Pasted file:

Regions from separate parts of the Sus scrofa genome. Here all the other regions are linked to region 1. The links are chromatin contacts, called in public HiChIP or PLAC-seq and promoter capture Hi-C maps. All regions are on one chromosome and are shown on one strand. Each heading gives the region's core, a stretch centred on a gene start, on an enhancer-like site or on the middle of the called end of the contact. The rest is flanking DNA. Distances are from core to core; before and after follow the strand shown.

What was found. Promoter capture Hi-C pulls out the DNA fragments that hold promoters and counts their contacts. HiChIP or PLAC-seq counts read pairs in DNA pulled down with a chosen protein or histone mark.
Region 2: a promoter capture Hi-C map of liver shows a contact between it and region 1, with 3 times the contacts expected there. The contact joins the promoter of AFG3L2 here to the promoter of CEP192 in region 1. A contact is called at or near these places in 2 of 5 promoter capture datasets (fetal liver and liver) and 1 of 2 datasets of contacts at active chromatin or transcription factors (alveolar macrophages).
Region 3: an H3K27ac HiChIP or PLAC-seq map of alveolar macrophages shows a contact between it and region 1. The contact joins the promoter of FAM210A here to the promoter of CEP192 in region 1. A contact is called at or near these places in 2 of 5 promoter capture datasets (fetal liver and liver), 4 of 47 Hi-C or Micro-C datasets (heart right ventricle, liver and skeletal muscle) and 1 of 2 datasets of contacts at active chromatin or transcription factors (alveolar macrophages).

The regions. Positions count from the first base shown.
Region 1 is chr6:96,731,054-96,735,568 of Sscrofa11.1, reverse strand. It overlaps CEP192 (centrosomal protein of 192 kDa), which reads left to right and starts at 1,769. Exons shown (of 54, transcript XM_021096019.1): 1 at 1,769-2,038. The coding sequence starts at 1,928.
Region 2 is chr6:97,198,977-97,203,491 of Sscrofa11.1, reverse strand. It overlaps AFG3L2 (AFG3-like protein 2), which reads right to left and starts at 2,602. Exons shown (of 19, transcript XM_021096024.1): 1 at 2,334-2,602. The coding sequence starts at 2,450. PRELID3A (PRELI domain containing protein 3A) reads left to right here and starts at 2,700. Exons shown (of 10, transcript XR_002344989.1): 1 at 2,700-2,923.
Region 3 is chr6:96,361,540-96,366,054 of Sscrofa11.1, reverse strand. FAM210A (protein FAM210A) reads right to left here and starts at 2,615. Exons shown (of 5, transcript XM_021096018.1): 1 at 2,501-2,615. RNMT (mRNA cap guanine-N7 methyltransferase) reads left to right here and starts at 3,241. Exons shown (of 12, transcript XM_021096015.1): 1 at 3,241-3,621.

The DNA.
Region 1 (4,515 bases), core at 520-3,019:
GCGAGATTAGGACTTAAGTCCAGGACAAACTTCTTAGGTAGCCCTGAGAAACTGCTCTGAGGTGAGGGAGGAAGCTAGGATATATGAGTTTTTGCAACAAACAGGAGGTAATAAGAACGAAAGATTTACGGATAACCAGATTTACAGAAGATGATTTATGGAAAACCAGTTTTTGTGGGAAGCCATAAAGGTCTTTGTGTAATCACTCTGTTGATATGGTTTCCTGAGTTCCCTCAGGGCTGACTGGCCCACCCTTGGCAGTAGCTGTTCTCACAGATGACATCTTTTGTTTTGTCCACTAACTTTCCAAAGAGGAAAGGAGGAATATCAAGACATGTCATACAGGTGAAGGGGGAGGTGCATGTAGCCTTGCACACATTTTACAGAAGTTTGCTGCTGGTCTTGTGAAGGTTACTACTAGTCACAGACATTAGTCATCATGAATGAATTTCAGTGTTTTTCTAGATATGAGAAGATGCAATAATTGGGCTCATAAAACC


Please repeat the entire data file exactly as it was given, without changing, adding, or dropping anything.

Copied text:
Regions from separate parts of the Sus scrofa genome. Here all the other regions are linked to region 1. The links are chromatin contacts, called in public HiChIP or PLAC-seq and promoter capture Hi-C maps. All regions are on one chromosome and are shown on one strand. Each heading gives the region's core, a stretch centred on a gene start, on an enhancer-like site or on the middle of the called end of the contact. The rest is flanking DNA. Distances are from core to core; before and after follow the strand shown.

What was found. Promoter capture Hi-C pulls out the DNA fragments that hold promoters and counts their contacts. HiChIP or PLAC-seq counts read pairs in DNA pulled down with a chosen protein or histone mark.
Region 2: a promoter capture Hi-C map of liver shows a contact between it and region 1, with 3 times the contacts expected there. The contact joins the promoter of AFG3L2 here to the promoter of CEP192 in region 1. A contact is called at or near these places in 2 of 5 promoter capture datasets (fetal liver and liver) and 1 of 2 datasets of contacts at active chromatin or transcription factors (alveolar macrophages).
Region 3: an H3K27ac HiChIP or PLAC-seq map of alveolar macrophages shows a contact between it and region 1. The contact joins the promoter of FAM210A here to the promoter of CEP192 in region 1. A contact is called at or near these places in 2 of 5 promoter capture datasets (fetal liver and liver), 4 of 47 Hi-C or Micro-C datasets (heart right ventricle, liver and skeletal muscle) and 1 of 2 datasets of contacts at active chromatin or transcription factors (alveolar macrophages).

The regions. Positions count from the first base shown.
Region 1 is chr6:96,731,054-96,735,568 of Sscrofa11.1, reverse strand. It overlaps CEP192 (centrosomal protein of 192 kDa), which reads left to right and starts at 1,769. Exons shown (of 54, transcript XM_021096019.1): 1 at 1,769-2,038. The coding sequence starts at 1,928.
Region 2 is chr6:97,198,977-97,203,491 of Sscrofa11.1, reverse strand. It overlaps AFG3L2 (AFG3-like protein 2), which reads right to left and starts at 2,602. Exons shown (of 19, transcript XM_021096024.1): 1 at 2,334-2,602. The coding sequence starts at 2,450. PRELID3A (PRELI domain containing protein 3A) reads left to right here and starts at 2,700. Exons shown (of 10, transcript XR_002344989.1): 1 at 2,700-2,923.
Region 3 is chr6:96,361,540-96,366,054 of Sscrofa11.1, reverse strand. FAM210A (protein FAM210A) reads right to left here and starts at 2,615. Exons shown (of 5, transcript XM_021096018.1): 1 at 2,501-2,615. RNMT (mRNA cap guanine-N7 methyltransferase) reads left to right here and starts at 3,241. Exons shown (of 12, transcript XM_021096015.1): 1 at 3,241-3,621.

The DNA.
Region 1 (4,515 bases), core at 520-3,019:
GCGAGATTAGGACTTAAGTCCAGGACAAACTTCTTAGGTAGCCCTGAGAAACTGCTCTGAGGTGAGGGAGGAAGCTAGGATATATGAGTTTTTGCAACAAACAGGAGGTAATAAGAACGAAAGATTTACGGATAACCAGATTTACAGAAGATGATTTATGGAAAACCAGTTTTTGTGGGAAGCCATAAAGGTCTTTGTGTAATCACTCTGTTGATATGGTTTCCTGAGTTCCCTCAGGGCTGACTGGCCCACCCTTGGCAGTAGCTGTTCTCACAGATGACATCTTTTGTTTTGTCCACTAACTTTCCAAAGAGGAAAGGAGGAATATCAAGACATGTCATACAGGTGAAGGGGGAGGTGCATGTAGCCTTGCACACATTTTACAGAAGTTTGCTGCTGGTCTTGTGAAGGTTACTACTAGTCACAGACATTAGTCATCATGAATGAATTTCAGTGTTTTTCTAGATATGAGAAGATGCAATAATTGGGCTCATAAAACC